Search results

1 – 10 of 54
To view the access options for this content please click here
Article
Publication date: 1 June 2004

Annette Chu, Alice Thorne and Hilary Guite

In 2001 each primary care trust in England was required to undertake a needs assessment in preparation for the development of a mental health promotion strategy. In…

Abstract

In 2001 each primary care trust in England was required to undertake a needs assessment in preparation for the development of a mental health promotion strategy. In Greenwich, it was decided to include the physical environment as one of the themes. This paper describes the findings of a literature review undertaken of health, social sciences and architectural research and the preliminary conceptual model subsequently developed to pull together all aspects of the interface between the urban and physical environment and mental well‐being. The literature review identified five key domains that impacted on this relationship: control over the internal housing environment, quality of housing design and maintenance, presence of valued ‘escape facilities’, crime and fear of crime, and social participation. That these domains can be confounded by socio‐economic and demographic factors and also interact with cultural factors and housing type suggests the importance of a public health approach, which focuses on causal systems rather than simply on individual causal factors.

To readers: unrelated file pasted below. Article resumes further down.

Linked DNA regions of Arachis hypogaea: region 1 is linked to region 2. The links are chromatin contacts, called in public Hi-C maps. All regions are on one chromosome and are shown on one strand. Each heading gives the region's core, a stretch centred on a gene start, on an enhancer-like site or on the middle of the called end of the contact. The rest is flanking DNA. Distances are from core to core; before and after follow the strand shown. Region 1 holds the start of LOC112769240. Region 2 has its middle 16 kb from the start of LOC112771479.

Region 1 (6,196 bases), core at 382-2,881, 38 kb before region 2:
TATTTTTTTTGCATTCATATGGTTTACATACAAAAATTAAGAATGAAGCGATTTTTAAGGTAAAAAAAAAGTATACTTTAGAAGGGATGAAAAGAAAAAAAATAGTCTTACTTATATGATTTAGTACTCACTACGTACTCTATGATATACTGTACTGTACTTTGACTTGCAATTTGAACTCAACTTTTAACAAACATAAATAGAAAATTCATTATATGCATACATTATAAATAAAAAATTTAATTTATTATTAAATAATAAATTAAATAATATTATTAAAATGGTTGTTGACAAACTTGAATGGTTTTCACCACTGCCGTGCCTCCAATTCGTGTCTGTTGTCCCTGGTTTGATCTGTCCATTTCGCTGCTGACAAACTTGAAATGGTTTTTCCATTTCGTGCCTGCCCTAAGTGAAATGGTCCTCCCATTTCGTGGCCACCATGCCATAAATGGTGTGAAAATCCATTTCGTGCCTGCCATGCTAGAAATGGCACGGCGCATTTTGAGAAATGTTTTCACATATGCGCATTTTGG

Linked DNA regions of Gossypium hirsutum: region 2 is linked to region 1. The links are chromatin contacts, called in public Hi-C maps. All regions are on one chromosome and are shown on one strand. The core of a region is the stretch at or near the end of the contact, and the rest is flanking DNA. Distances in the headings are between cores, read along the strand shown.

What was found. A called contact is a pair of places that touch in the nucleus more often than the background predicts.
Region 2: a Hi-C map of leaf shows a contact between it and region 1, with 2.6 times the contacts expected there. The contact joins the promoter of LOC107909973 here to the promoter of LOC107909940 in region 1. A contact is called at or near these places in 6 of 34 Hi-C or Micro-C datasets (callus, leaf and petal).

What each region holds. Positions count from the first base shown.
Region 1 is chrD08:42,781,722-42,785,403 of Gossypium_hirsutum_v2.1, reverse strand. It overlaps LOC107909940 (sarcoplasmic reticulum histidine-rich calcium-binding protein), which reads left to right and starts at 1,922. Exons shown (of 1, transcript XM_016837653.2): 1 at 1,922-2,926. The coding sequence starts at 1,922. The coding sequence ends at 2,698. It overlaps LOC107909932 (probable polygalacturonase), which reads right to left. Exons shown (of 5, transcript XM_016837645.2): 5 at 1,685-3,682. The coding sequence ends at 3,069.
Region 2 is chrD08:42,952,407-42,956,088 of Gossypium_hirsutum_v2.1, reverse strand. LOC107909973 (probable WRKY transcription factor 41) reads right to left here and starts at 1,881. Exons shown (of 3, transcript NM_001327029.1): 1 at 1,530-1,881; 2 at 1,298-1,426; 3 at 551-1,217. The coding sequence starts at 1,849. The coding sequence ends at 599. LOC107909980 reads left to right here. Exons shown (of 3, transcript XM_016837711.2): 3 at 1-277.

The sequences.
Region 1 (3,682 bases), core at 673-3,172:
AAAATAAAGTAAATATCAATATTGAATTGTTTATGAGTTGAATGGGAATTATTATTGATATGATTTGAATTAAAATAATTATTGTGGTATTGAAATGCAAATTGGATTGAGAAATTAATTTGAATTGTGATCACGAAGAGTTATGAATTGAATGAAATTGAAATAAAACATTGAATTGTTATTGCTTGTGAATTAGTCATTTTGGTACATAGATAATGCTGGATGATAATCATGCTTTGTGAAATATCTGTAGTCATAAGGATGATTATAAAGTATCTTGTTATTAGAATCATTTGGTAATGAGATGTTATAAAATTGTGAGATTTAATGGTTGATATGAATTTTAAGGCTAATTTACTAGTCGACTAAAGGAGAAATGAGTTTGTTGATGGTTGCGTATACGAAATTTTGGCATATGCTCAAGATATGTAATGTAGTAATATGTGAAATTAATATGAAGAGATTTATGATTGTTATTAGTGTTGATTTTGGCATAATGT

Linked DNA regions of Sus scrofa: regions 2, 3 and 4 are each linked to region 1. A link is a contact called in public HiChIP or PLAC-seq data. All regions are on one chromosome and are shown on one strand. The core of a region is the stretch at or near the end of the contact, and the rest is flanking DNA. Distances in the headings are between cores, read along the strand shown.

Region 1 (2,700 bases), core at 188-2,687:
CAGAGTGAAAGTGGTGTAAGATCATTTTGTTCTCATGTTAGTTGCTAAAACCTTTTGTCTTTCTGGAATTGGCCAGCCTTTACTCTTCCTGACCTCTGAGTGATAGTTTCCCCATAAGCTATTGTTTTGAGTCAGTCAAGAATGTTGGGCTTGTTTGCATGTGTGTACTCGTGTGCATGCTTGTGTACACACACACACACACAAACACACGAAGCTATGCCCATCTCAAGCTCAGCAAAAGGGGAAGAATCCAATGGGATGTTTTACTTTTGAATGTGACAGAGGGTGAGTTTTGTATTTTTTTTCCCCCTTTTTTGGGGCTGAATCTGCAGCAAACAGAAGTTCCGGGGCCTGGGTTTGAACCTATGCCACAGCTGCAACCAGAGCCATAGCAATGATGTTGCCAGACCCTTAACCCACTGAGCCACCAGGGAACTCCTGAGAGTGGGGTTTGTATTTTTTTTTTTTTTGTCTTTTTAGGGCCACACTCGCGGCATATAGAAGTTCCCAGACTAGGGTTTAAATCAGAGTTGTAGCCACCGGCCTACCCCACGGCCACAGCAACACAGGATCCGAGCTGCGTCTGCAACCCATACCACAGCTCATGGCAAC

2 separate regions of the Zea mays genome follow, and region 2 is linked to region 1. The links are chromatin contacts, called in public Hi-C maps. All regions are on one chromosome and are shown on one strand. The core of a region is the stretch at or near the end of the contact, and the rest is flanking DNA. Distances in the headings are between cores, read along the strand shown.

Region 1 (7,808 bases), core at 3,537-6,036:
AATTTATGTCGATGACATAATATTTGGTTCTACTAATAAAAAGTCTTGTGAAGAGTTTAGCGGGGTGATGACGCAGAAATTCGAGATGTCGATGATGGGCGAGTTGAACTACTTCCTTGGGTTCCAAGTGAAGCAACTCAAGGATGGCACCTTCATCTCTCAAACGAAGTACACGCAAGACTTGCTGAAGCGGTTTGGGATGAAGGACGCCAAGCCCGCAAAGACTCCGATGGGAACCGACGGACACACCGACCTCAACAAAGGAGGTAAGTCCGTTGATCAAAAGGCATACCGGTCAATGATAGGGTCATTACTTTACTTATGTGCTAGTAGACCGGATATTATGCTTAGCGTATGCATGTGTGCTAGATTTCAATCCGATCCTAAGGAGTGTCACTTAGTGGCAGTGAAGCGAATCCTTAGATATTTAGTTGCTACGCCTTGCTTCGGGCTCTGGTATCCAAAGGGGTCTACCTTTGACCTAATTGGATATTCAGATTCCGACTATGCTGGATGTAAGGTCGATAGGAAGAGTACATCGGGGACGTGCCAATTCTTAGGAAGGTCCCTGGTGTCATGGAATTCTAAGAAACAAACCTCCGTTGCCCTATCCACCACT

Details

Journal of Public Mental Health, vol. 3 no. 2
Type: Research Article
ISSN: 1746-5729

To view the access options for this content please click here

Abstract

Details

Symposium on Health Care Ethics
Type: Book
ISBN: 978-0-76230-663-3

To view the access options for this content please click here